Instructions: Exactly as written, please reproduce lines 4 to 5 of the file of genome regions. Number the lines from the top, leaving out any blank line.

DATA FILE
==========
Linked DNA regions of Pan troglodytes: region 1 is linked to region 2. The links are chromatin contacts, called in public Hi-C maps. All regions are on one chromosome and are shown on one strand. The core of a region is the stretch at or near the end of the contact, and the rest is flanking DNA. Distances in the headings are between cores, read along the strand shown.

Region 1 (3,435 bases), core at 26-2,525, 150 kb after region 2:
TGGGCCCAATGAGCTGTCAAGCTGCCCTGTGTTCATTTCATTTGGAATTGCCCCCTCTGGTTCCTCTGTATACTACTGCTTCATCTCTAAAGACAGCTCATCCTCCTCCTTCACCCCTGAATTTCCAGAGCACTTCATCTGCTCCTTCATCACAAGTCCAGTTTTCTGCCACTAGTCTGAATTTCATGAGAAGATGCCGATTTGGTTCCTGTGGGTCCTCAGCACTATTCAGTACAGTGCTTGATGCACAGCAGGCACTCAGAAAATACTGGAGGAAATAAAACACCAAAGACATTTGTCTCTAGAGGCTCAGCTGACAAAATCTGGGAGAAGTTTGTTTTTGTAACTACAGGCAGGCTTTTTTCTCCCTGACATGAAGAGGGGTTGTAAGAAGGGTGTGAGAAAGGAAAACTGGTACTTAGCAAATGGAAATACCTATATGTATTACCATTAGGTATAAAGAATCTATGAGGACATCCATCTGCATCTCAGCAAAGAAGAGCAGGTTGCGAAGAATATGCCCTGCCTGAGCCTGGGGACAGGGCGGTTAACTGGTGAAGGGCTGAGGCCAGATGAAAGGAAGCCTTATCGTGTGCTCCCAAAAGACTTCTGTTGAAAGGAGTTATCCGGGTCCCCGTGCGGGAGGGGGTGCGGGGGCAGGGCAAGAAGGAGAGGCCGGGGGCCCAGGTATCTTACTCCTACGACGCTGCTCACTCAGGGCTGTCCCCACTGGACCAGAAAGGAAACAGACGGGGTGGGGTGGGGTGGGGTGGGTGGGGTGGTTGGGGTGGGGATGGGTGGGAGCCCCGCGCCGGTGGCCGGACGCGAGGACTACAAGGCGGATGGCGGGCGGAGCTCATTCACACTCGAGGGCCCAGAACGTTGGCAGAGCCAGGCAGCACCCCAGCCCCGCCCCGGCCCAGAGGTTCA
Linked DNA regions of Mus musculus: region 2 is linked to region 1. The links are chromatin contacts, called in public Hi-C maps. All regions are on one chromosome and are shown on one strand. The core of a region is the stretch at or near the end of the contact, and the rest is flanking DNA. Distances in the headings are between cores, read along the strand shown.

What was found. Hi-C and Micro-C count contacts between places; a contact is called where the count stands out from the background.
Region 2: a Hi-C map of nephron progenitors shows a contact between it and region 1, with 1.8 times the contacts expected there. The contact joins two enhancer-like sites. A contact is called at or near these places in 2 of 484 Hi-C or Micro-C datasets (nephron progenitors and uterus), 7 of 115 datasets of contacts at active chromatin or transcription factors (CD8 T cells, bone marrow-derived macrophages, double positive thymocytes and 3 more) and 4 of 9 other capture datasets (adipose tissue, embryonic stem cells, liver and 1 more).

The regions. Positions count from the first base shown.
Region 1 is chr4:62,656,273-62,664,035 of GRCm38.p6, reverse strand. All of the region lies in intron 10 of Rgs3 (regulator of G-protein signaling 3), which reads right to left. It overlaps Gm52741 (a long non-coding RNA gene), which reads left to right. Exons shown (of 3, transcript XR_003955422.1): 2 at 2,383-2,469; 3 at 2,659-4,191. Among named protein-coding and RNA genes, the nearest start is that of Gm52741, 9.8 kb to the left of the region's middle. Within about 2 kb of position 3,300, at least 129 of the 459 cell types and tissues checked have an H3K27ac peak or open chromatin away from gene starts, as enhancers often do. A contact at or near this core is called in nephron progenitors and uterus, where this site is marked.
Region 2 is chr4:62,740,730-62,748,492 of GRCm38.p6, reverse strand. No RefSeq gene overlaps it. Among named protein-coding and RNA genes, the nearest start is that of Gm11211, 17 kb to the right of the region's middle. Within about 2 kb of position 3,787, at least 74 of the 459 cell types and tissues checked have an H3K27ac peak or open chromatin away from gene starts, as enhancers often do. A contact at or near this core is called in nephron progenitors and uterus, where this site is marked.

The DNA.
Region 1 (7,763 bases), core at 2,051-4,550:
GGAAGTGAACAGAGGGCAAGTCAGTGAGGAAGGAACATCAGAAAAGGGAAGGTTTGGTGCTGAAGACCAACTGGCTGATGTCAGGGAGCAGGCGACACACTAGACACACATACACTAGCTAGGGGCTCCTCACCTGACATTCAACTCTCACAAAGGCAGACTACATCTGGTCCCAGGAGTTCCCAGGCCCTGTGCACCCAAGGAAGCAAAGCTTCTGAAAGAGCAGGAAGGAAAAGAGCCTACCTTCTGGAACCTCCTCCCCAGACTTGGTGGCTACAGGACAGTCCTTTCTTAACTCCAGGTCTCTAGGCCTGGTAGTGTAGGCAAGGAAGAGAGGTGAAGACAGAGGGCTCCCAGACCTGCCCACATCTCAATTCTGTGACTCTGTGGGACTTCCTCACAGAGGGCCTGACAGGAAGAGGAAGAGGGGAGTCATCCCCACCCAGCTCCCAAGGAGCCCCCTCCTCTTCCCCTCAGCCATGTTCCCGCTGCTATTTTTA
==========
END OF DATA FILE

Linked DNA regions of Mus musculus: region 2 is linked to region 1. The links are chromatin contacts, called in public Hi-C maps. All regions are on one chromosome and are shown on one strand. The core of a region is the stretch at or near the end of the contact, and the rest is flanking DNA. Distances in the headings are between cores, read along the strand shown.

What was found. Hi-C and Micro-C count contacts between places; a contact is called where the count stands out from the background.